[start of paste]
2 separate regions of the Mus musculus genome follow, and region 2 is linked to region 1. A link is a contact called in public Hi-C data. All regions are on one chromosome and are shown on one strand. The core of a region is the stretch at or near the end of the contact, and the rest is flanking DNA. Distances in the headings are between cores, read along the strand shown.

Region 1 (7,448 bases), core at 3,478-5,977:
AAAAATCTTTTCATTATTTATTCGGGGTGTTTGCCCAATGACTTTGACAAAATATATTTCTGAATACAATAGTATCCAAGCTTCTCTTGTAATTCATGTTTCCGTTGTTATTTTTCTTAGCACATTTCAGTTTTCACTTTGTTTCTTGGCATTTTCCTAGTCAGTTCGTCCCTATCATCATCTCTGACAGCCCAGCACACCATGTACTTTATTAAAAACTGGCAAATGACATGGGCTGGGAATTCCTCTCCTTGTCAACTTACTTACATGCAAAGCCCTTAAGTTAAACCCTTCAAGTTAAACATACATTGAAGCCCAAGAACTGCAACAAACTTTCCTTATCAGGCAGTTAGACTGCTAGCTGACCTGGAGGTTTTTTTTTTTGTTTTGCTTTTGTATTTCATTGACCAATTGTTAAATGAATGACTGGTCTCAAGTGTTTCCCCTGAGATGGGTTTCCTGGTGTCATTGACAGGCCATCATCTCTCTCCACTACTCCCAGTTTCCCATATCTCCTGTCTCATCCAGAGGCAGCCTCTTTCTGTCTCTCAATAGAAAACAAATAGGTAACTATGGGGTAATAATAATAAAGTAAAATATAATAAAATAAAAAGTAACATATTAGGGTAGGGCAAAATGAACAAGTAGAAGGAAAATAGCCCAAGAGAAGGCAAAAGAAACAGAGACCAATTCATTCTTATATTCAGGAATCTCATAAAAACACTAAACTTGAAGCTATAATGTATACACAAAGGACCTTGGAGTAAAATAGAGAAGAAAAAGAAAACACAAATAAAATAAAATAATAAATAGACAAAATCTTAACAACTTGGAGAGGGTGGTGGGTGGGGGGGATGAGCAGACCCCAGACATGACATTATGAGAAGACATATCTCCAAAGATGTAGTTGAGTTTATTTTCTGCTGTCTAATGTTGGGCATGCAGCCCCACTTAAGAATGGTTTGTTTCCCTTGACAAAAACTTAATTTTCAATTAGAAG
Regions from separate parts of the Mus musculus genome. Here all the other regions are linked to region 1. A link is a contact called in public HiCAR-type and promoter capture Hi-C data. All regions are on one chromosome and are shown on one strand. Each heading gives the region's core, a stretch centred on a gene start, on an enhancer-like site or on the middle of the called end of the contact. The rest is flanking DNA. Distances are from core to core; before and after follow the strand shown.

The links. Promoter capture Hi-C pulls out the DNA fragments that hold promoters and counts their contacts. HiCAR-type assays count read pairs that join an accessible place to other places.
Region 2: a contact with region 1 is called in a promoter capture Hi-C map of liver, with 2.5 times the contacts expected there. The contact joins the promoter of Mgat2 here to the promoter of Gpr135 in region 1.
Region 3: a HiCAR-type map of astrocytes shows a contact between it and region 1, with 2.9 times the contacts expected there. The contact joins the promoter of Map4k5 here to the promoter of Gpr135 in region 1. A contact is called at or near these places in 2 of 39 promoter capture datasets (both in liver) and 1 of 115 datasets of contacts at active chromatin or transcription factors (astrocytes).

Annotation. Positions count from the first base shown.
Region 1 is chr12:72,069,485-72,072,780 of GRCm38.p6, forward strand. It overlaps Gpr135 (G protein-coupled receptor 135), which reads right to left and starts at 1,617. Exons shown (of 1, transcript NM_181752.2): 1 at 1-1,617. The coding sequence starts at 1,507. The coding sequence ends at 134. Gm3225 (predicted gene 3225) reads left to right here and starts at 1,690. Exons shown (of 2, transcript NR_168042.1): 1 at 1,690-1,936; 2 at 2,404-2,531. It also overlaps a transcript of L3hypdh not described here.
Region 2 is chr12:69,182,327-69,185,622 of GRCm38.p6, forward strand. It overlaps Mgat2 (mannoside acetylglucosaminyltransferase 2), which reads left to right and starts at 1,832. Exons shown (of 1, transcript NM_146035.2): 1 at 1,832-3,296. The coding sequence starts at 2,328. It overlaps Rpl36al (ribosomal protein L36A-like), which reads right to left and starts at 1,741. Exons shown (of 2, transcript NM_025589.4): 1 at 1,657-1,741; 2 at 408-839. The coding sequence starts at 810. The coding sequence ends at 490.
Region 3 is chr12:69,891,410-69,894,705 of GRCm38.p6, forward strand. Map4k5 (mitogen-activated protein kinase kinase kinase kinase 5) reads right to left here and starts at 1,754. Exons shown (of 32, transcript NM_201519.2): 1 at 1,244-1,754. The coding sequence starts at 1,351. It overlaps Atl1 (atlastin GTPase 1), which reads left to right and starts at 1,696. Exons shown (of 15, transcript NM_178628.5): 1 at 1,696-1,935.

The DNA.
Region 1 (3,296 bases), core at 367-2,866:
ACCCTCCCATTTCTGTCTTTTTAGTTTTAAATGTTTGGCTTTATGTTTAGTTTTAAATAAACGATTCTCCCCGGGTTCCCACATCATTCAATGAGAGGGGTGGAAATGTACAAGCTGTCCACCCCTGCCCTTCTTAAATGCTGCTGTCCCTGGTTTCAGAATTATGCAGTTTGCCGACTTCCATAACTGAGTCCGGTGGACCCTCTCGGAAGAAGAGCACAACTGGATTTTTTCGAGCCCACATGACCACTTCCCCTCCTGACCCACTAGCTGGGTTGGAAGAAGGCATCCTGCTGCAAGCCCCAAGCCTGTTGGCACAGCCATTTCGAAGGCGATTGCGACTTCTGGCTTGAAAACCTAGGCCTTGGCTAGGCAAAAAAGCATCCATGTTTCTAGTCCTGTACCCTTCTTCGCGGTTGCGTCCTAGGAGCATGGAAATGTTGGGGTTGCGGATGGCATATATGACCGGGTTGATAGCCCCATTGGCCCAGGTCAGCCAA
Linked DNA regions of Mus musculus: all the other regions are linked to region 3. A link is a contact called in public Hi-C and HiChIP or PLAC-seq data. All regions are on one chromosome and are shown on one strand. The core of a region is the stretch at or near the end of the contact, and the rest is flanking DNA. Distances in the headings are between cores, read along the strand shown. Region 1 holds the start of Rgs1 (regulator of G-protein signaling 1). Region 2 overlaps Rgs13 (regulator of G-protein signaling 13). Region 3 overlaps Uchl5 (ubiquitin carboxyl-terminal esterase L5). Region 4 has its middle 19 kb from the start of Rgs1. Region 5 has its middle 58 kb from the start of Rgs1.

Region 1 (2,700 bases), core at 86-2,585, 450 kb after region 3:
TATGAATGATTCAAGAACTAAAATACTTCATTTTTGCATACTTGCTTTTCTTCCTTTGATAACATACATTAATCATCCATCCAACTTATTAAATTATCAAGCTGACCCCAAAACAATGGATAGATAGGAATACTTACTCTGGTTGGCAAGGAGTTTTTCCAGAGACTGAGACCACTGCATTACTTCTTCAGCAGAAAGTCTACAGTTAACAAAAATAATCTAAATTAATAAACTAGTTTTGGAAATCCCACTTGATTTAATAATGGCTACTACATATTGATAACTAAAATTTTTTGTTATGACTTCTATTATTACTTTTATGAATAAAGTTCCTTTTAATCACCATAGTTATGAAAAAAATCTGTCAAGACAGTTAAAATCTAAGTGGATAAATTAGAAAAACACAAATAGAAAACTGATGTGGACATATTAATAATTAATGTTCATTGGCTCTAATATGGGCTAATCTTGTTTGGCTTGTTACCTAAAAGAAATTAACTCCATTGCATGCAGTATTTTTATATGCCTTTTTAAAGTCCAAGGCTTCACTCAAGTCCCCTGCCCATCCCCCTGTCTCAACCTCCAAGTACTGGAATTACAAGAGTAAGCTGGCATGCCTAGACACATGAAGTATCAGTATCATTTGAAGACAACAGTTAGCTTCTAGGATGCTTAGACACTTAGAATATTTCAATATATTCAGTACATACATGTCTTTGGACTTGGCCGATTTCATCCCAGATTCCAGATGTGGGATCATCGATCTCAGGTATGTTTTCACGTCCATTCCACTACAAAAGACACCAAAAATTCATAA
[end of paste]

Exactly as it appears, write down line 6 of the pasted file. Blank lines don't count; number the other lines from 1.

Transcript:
Region 2: a contact with region 1 is called in a promoter capture Hi-C map of liver, with 2.5 times the contacts expected there. The contact joins the promoter of Mgat2 here to the promoter of Gpr135 in region 1.